According to John Green himself at a book talk in Rivermont Collegiate on October 19, 2006, he got the idea of Takumi's "fox hat" from a Filipino friend who wore a similar hat while playing pranks at Indian Springs School. From the same book talk, Green also stated that the "possessed" swan in Culver Creek came from his student life at Indian Springs School as well, where there was also a swan of similar nature on the campus. The two pranks that occur in the book are similar to pranks that Green pulled at his high school. Green has also stated, while giving a talk at Indian Springs, that several of Culver Creek's teachers are direct caricatures of multiple faculty members at Indian Springs.
Cover design 
In an August 2012 vlog, Green revealed details regarding the cover design of Looking for Alaska. Green acknowledged the fact that the supposedly extinguished candle did lead to an "improbable amount of smoke", and thus revealed that the initial cover design did not feature the candle. Green then revealed that certain book chains were uncomfortable about displaying or selling the book because they did not want to encourage what looked like cigarette smoke - which Green revealed was the actual 'cause' of the smoke. Thus, book chains added the candle beneath the smoke so that they weren't promoting smoking.
In John Green's box set, released on October 25, 2012, the candle element of the cover of Looking for Alaska has been removed, and features the original cover design.
Film adaptation 
The film rights to the novel were acquired by Paramount Pictures in 2005. The screenplay was potentially going to be written and directed by Josh Schwartz (creator of The OC), but due to a lack of interest by Paramount Studios the production has been shelved indefinitely.
- American Library Association (2010). "Michael L. Printz Winners and Honor Books". Retrieved 2011-02-03.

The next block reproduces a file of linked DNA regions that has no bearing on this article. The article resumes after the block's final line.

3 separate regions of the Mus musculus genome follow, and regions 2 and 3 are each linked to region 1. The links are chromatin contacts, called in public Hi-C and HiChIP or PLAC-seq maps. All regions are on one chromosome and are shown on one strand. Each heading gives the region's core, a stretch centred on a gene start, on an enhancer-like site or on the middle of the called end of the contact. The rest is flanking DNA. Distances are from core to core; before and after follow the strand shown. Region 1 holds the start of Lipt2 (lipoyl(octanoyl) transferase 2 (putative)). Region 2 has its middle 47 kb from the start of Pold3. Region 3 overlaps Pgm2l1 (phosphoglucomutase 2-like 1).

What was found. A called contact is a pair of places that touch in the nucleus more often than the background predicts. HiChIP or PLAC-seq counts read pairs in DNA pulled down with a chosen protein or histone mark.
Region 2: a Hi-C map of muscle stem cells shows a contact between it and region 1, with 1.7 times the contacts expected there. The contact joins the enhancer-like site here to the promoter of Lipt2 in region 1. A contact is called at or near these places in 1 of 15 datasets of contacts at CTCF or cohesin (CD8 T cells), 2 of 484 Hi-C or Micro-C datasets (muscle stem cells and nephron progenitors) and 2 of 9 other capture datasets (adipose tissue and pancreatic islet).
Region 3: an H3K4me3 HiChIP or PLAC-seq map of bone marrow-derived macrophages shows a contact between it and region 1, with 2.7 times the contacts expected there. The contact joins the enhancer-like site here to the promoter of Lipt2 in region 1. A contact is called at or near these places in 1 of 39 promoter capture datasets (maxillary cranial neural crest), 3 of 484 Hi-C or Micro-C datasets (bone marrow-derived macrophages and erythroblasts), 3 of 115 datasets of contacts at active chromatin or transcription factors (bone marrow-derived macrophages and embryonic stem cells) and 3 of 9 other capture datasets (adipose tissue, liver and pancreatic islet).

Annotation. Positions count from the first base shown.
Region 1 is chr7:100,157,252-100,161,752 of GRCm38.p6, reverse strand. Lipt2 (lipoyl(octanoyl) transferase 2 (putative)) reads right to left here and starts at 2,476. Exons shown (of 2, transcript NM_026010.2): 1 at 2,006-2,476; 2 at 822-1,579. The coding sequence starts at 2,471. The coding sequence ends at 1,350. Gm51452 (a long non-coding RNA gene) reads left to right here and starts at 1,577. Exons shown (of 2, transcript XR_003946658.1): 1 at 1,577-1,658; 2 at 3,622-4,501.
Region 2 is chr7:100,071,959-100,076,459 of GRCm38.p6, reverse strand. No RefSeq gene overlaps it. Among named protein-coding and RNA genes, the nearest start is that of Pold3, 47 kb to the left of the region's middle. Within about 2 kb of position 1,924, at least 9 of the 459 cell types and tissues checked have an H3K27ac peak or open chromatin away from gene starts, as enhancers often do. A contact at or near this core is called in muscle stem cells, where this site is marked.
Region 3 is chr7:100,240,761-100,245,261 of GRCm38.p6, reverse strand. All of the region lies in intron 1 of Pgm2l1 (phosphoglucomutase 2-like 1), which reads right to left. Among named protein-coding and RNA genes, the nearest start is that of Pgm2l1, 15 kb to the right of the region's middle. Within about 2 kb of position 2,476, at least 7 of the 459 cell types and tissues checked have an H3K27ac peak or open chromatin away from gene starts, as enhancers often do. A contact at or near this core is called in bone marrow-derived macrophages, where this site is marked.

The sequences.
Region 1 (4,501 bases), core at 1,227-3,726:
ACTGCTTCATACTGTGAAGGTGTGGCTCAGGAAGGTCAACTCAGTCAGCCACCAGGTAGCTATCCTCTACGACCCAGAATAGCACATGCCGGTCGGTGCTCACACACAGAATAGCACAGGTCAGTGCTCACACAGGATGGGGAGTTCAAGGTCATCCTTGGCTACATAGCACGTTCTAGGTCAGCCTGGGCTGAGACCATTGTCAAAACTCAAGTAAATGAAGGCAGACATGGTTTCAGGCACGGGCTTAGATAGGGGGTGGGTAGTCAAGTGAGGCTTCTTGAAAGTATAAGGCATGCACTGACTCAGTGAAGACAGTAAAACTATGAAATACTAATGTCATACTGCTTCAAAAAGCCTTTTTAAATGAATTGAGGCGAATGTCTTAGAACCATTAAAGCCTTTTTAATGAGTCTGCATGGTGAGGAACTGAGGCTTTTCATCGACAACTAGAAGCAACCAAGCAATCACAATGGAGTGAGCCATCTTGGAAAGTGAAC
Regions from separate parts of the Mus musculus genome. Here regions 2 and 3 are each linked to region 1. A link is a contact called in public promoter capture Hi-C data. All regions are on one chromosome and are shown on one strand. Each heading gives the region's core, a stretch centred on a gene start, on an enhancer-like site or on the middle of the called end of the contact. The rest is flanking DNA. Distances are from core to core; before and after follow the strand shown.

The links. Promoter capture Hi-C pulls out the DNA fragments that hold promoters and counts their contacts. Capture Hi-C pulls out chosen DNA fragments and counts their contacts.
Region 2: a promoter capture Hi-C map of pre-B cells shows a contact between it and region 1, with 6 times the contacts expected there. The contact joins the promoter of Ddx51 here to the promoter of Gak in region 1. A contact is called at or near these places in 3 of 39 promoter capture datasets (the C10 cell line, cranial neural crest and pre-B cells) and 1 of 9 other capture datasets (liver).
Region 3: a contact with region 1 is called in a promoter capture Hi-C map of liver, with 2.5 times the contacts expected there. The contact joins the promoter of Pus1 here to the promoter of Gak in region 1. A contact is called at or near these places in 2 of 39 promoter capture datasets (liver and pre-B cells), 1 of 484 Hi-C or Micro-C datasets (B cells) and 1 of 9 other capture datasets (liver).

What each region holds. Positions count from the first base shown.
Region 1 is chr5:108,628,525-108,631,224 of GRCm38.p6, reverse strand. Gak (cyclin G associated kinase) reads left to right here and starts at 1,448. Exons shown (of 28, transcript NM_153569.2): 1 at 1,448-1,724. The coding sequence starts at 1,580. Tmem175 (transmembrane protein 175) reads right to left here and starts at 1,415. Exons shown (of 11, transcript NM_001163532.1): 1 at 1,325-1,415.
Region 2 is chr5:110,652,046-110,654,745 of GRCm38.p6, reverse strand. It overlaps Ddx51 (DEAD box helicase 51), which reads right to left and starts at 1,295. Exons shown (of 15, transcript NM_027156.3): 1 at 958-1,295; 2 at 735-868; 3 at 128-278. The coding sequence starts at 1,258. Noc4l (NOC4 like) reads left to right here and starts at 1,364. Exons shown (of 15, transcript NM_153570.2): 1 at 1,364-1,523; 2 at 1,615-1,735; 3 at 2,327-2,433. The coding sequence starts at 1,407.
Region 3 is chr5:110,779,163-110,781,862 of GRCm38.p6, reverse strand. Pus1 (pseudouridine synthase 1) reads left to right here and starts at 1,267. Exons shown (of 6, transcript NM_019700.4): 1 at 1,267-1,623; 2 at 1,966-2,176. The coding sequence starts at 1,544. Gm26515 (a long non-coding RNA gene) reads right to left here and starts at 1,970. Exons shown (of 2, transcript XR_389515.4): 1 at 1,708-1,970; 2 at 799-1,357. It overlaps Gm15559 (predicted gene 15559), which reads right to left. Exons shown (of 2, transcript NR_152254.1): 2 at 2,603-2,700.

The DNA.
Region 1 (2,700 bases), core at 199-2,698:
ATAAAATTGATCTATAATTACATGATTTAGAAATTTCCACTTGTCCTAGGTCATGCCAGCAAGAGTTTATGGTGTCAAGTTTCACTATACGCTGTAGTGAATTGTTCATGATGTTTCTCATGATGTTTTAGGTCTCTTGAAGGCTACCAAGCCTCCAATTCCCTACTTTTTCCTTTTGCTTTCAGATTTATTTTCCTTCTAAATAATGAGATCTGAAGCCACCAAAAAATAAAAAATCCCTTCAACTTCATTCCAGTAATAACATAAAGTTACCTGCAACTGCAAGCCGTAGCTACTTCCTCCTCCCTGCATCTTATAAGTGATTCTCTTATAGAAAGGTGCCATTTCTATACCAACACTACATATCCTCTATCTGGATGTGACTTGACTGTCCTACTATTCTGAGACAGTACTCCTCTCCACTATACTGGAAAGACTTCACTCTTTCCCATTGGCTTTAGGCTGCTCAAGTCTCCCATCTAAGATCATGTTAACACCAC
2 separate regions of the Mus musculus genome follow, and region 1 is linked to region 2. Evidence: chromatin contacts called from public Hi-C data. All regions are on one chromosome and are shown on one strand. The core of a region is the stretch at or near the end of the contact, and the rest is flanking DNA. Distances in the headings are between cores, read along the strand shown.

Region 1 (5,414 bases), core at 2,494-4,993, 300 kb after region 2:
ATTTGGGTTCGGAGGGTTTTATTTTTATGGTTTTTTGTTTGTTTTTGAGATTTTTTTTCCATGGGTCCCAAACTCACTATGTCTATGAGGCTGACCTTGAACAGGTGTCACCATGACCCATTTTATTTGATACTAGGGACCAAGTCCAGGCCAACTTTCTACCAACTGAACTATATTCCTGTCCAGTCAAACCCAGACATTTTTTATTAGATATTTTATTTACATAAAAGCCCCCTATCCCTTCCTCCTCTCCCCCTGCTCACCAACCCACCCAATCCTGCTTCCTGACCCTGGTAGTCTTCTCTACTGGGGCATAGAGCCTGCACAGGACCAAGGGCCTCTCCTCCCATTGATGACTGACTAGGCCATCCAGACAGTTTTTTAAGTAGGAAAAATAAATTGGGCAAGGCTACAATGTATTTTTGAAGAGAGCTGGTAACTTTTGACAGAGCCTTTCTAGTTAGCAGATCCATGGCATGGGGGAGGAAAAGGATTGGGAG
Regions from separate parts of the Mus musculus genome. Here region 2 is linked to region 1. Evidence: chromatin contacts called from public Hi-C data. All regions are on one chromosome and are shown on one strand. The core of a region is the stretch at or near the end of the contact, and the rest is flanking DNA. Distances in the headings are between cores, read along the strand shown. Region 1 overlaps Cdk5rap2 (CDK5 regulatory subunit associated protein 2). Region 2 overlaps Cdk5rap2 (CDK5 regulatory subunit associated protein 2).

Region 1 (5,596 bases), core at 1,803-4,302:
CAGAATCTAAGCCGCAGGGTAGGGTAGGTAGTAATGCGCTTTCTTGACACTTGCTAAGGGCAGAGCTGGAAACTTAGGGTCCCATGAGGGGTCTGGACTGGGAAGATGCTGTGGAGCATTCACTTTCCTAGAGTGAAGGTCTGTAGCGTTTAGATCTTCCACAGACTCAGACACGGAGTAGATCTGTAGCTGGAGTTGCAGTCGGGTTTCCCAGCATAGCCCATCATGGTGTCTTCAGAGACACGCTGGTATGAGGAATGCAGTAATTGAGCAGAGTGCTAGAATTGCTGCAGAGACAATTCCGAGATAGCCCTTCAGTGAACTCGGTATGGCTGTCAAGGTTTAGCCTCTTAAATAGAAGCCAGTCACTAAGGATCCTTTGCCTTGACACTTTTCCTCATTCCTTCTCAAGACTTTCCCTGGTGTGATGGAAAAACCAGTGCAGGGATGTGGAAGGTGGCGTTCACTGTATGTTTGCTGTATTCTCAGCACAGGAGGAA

- "Children's Paperback Books". Retrieved 15 September 2012.
- Winchester, Laura E (2008-02-06). "Depew School Board Committee Will Review 'Coming-of-Age' Novel". The Buffalo News. Archived from the original on 2008-02-07. Retrieved 2008-02-09.
- Green, John. "I Am Not A Pornographer". Vlogbrothers Channel. Published as a YouTube video.
- Hall, Wes (2012-03-09). "Pornographic required reading in Knox Schools?". The Knoxville Journal. Archived from the original on 2012-06-09. Retrieved 2012-09-07.
- Corbett, Sue (2005-09-05). "Why YA and Why Not: Blurring the Line Between Traditionally Distinct Markets.". Retrieved 2007-03-13.[dead link]
- Green, John. "John Green's Weblog: I Am Not a Pornographer". Retrieved 2008-02-09.
- MacPherson, Karen (2006-11-07). "John Green: From Bad Boy to Printz Award Winner". Scripps Howard News Service. Retrieved 2007-03-13.
- Green, John (2006-03-28). "What to do About Sexually Explicit Teen Books?" (Blog). AS IF! Authors Support Intellectual Freedom. AS IF!. Retrieved 2008-02-13.
- Mendelsohn, Aline (2005-02-21). "From Last Words to First Book". The Orlando Sentinel.
- Green, John. "Questions about Looking for Alaska (SPOILERS!): Questions about Writing and Inspiration". http://johngreenbooks.com.
- YouTube - John Green's Legendary High School Prank
- YouTube - Vlogbrothers, "In Which the Candle Dies" retrieved 28-Aug-12
- "Interview with Josh Schwartz". summer 2007. Retrieved 15 September 2012.
- "John Green New York Times Bestselling Author - Movie Questions". Retrieved 15 September 2012.
- Bob Carlton (2005-03-13). "One-time Indian Springs student finds his way in first novel".
- Looking For Alaska is on the ALA 2005 Teens' Top Ten